And he stood there on all fours paralyzed, and it's like he couldn't get his footing, and then he went over to the side of the bed and he looked down. And then he came back to the other side and looked down. And I thought he doesn't know how to get down, so I had to help him down, then I helped him up again, and down again. By the third time he was a pro, he now flies, there is nothing wrong with his legs.
Samantha: [laughs] That's funny how they figure that stuff out.
Suzanne: Oh my god, I mean, I was watching him the other day, he flew from the couch in the living room to one of the armchairs. The distance is about four feet, and he literally flew in the air, and I thought oh my god he's going to break his neck. But no, he landed on the chair which of course he started digging on. [laughs] This is very different temperament, but I'm so grateful, and so grateful that I didn't give up on him, that I didn't give him back, that I didn't do any of the things that somebody possibly at the end of their rope, might have done.
I stuck it out and now our king sized bed has become his, and I'm lucky if I get a little space on one side. He's chewed through I can't tell you how many pillows. So this is a different experience. But he's adorable, he's also a pit mix, and I hardly endorse anybody who is afraid of a pit — pit mixes and pitbulls, unless they've been trained to be otherwise, are the sweetest, gentlest, loving dogs on the planet. They're the best. You have to work very hard to turn one.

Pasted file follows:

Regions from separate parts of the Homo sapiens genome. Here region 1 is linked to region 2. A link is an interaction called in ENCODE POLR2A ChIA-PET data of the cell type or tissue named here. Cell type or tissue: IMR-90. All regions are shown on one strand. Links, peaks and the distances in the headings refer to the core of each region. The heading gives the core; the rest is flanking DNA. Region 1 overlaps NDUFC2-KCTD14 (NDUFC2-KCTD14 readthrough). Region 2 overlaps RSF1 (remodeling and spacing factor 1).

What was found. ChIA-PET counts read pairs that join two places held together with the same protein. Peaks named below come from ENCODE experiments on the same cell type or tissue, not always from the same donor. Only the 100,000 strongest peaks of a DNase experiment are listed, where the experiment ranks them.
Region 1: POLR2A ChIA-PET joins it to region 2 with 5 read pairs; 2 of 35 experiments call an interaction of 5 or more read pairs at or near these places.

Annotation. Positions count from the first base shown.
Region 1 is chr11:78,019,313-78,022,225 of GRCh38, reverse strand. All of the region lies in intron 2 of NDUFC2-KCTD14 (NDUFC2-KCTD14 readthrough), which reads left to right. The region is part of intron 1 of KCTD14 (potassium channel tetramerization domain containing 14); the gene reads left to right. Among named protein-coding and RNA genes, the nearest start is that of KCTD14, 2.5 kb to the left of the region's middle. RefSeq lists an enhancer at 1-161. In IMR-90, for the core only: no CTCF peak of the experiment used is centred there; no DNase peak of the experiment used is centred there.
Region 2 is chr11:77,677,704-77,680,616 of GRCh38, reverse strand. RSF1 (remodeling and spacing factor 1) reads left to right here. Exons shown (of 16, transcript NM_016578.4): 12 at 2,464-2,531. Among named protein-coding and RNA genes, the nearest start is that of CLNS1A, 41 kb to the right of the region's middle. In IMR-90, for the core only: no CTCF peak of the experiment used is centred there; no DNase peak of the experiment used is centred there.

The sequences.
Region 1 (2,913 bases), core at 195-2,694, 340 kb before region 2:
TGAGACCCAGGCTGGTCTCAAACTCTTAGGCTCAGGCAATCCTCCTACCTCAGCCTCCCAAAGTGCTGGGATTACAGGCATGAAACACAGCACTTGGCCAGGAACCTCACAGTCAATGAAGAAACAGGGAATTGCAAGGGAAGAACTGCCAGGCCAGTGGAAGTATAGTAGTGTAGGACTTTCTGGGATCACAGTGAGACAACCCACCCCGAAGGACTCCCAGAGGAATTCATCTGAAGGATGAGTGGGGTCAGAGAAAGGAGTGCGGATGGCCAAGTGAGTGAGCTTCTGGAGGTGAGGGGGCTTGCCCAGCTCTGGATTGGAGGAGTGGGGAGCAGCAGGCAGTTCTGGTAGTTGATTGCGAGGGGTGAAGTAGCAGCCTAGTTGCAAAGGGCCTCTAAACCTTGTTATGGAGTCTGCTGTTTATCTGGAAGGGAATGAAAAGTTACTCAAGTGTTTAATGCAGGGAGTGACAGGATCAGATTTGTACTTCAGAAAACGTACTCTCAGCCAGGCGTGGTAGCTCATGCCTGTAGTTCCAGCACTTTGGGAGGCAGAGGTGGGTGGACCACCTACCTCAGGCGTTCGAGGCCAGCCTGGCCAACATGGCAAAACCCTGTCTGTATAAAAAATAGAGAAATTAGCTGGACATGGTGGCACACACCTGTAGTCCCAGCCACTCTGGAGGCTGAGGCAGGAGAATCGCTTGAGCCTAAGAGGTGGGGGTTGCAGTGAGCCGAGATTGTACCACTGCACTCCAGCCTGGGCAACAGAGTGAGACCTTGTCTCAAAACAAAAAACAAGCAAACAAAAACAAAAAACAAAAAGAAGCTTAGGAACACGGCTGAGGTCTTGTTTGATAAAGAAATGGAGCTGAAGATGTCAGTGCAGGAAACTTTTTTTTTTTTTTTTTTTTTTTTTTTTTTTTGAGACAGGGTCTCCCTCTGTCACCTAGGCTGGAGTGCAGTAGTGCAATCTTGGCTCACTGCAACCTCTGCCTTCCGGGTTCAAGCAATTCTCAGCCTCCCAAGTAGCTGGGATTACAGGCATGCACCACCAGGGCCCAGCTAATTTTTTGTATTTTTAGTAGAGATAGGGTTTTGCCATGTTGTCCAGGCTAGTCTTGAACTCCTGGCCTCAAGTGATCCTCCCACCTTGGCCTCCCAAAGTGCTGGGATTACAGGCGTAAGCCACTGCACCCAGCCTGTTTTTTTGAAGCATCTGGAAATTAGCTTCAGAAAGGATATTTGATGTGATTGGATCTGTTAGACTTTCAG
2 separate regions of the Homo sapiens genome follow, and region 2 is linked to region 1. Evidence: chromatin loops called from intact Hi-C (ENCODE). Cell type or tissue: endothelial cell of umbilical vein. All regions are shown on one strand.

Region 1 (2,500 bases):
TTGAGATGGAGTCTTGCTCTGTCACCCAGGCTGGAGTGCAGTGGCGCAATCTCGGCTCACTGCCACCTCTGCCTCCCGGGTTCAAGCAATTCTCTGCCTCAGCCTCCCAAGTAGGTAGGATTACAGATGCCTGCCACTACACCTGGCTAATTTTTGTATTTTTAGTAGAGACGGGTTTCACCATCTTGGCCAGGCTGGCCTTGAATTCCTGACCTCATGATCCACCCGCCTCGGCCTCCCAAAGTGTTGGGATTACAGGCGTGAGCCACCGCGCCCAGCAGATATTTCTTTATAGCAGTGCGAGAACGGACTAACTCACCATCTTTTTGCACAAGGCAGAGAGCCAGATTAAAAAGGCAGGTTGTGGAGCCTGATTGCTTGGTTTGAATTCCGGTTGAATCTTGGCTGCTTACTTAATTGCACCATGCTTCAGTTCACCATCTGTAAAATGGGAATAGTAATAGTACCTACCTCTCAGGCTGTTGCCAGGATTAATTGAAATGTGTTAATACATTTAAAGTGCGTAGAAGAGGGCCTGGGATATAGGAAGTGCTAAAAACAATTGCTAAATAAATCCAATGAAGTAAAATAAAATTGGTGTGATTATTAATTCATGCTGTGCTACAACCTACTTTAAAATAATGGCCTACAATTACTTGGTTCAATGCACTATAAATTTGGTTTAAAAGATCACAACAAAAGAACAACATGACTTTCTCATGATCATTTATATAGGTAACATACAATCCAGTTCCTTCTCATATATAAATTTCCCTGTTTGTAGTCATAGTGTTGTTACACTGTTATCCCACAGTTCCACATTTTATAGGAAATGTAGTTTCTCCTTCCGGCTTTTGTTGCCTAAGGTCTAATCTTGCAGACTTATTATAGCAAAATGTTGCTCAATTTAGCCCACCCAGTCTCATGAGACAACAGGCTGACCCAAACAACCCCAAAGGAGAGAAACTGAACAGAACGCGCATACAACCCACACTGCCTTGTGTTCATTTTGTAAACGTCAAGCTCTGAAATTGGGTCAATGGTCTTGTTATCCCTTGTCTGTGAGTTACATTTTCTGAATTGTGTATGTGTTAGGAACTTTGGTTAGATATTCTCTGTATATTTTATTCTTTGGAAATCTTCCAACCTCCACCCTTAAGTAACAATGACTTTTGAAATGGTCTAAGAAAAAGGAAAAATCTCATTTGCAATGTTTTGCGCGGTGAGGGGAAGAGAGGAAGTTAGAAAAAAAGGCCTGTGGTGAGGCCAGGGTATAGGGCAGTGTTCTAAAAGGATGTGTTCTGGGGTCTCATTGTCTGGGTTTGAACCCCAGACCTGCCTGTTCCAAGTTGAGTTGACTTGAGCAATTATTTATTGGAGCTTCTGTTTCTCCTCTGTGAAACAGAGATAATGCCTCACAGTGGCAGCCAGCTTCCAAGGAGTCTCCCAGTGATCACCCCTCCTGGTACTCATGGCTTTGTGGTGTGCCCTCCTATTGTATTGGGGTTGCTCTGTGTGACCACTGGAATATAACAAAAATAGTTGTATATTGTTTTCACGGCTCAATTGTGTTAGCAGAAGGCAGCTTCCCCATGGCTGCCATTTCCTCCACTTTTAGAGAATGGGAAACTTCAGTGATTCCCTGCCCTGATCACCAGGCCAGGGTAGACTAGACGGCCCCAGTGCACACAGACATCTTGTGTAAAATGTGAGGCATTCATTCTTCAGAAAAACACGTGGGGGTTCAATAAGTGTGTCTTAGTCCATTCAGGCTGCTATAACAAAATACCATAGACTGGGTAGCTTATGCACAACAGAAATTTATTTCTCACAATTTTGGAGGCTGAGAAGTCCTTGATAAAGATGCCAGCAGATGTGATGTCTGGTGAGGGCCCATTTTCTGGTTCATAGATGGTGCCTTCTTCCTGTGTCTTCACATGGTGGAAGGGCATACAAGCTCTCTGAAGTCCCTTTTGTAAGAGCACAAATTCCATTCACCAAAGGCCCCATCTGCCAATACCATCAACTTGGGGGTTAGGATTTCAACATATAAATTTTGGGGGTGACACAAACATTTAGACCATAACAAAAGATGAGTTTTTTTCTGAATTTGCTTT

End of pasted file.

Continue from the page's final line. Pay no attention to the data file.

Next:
Samantha: I think that a really important point to make, when we're talking about rescue dogs as — that not giving up — you may end up adopting a dog who is perfect from the get go. I highly doubt it, because most of them are not. You may get one that is already house trained; you may get one that is already used to being around children or whatever the case may be that you — the dog that you are looking for, you may certainly find one that's exactly what you want.
But most of the time with rescue dogs you have to remember that even if they came from a home where they were well loved and cared for and they were trained and things like that — there is a regression when a dog is in a shelter.
They don't have to follow the same rules. It's a very much different environment than a home with a family, so some of that stuff slides. I know some shelters, the dogs do have access to time outside, but they also have potty pads inside in the kennels, because they're in there all night and things like that. So the dogs can regress with house training and things like that. And you need to know going into it when you rescue a dog that the dog that you get on day one from the shelter wont be the dog that is living in your house in a month.